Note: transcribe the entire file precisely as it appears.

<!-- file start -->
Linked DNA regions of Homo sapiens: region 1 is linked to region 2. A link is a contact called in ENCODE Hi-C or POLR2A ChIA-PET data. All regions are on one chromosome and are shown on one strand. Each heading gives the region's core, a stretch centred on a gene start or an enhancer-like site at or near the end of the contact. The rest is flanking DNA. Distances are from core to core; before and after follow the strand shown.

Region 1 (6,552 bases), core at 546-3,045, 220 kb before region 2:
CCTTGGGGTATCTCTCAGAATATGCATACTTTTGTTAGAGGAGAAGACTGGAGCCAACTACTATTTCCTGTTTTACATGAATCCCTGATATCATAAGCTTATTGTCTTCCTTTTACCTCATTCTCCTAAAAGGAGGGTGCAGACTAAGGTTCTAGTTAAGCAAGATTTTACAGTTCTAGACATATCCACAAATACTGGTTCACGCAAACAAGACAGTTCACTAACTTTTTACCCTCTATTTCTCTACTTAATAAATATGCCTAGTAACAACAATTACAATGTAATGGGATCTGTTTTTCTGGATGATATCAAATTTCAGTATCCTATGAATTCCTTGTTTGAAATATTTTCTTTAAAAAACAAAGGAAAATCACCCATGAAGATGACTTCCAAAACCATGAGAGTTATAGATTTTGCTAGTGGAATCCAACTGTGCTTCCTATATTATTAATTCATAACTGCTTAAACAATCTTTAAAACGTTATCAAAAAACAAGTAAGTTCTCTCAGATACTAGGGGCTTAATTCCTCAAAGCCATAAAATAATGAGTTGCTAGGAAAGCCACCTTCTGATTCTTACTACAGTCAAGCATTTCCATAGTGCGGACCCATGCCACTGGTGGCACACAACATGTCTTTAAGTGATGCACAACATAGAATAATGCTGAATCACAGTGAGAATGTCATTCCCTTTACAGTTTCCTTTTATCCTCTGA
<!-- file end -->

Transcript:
Linked DNA regions of Homo sapiens: region 1 is linked to region 2. A link is a contact called in ENCODE Hi-C or POLR2A ChIA-PET data. All regions are on one chromosome and are shown on one strand. Each heading gives the region's core, a stretch centred on a gene start or an enhancer-like site at or near the end of the contact. The rest is flanking DNA. Distances are from core to core; before and after follow the strand shown.

Region 1 (6,552 bases), core at 546-3,045, 220 kb before region 2:
CCTTGGGGTATCTCTCAGAATATGCATACTTTTGTTAGAGGAGAAGACTGGAGCCAACTACTATTTCCTGTTTTACATGAATCCCTGATATCATAAGCTTATTGTCTTCCTTTTACCTCATTCTCCTAAAAGGAGGGTGCAGACTAAGGTTCTAGTTAAGCAAGATTTTACAGTTCTAGACATATCCACAAATACTGGTTCACGCAAACAAGACAGTTCACTAACTTTTTACCCTCTATTTCTCTACTTAATAAATATGCCTAGTAACAACAATTACAATGTAATGGGATCTGTTTTTCTGGATGATATCAAATTTCAGTATCCTATGAATTCCTTGTTTGAAATATTTTCTTTAAAAAACAAAGGAAAATCACCCATGAAGATGACTTCCAAAACCATGAGAGTTATAGATTTTGCTAGTGGAATCCAACTGTGCTTCCTATATTATTAATTCATAACTGCTTAAACAATCTTTAAAACGTTATCAAAAAACAAGTAAGTTCTCTCAGATACTAGGGGCTTAATTCCTCAAAGCCATAAAATAATGAGTTGCTAGGAAAGCCACCTTCTGATTCTTACTACAGTCAAGCATTTCCATAGTGCGGACCCATGCCACTGGTGGCACACAACATGTCTTTAAGTGATGCACAACATAGAATAATGCTGAATCACAGTGAGAATGTCATTCCCTTTACAGTTTCCTTTTATCCTCTGA